Baricitinib Shown to Improve Moderate to Severe Rheumatoid Arthritis

December 10, 2014
Meghan Ross, Associate Editor

Eli Lilly and Company and Incyte Corporation's study of the investigational medicine baricitinib met its primary endpoint of improved American College of Rheumatology scores, ACR20, after 12 weeks of treatment for moderate to severe rheumatoid arthritis, according to a press release.

Eli Lilly and Company and Incyte Corporation’s study of the investigational medicine baricitinib met its primary endpoint of improved American College of Rheumatology scores (ACR20) after 12 weeks of treatment for moderate to severe rheumatoid arthritis (RA), according to a press release.

The phase 3 study examined patients with moderately to severely active RA who previously failed 1 or more tumor necrosis factor (TNF) inhibitors and who were taking stable doses of conventional disease-modifying antirheumatic drug (cDMARD) therapy.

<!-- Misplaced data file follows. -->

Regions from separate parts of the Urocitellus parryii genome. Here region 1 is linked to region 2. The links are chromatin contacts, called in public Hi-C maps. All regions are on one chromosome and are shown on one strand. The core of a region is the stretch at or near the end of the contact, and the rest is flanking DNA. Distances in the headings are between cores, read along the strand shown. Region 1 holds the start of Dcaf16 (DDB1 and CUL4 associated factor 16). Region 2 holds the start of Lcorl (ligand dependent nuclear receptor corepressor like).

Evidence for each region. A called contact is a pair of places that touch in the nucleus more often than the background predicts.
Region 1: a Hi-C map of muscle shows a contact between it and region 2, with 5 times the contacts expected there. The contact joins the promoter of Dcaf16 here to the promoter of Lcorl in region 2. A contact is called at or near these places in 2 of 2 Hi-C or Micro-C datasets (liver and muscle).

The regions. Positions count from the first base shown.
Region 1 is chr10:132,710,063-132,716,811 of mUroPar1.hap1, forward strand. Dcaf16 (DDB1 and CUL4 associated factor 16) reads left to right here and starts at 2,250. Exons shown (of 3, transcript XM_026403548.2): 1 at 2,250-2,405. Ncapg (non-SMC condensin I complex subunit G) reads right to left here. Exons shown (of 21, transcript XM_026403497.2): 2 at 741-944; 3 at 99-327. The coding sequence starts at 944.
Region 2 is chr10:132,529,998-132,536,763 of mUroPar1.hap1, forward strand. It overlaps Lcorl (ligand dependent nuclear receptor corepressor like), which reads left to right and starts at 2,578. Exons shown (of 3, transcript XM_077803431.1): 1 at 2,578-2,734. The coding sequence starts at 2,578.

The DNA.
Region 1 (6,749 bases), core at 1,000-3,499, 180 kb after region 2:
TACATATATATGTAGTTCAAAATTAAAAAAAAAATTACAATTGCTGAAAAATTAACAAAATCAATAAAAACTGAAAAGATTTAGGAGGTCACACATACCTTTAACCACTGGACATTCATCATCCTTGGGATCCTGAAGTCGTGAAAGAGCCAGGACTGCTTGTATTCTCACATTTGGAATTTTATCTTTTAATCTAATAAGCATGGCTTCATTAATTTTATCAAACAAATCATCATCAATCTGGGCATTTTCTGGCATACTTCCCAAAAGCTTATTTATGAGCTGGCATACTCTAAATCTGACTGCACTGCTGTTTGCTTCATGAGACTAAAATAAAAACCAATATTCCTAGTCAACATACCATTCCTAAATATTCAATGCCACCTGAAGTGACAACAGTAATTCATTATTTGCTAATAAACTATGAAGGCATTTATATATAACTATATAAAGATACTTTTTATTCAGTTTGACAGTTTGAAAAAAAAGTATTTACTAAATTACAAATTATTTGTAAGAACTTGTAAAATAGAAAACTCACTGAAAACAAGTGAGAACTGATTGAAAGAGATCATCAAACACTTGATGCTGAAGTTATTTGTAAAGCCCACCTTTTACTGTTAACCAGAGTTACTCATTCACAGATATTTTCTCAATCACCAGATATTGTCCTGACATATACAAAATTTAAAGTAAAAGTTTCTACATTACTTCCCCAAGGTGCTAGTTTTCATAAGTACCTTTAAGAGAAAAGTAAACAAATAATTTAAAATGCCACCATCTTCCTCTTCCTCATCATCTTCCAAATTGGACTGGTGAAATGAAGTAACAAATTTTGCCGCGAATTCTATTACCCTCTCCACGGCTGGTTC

The 527 patients received either 1 or 2 doses of baricitinib once daily or a placebo, plus their background cDMARDs. Some patients taking baricitinib reported headaches, upper respiratory tract infections, and nasopharyngitis. The majority of patients who participated in the 6-month trial decided to participate in a long-term extension study, too, according to Eli Lilly.

"People with rheumatoid arthritis who have had an inadequate response to TNF inhibitors are generally considered to be the least responsive to subsequent treatments," said David Ricks, Lilly senior vice president, and president of Lilly Bio-Medicines, in a press release. "These results give us further confidence in the potential for baricitinib to be a meaningful treatment option for those suffering from this debilitating condition."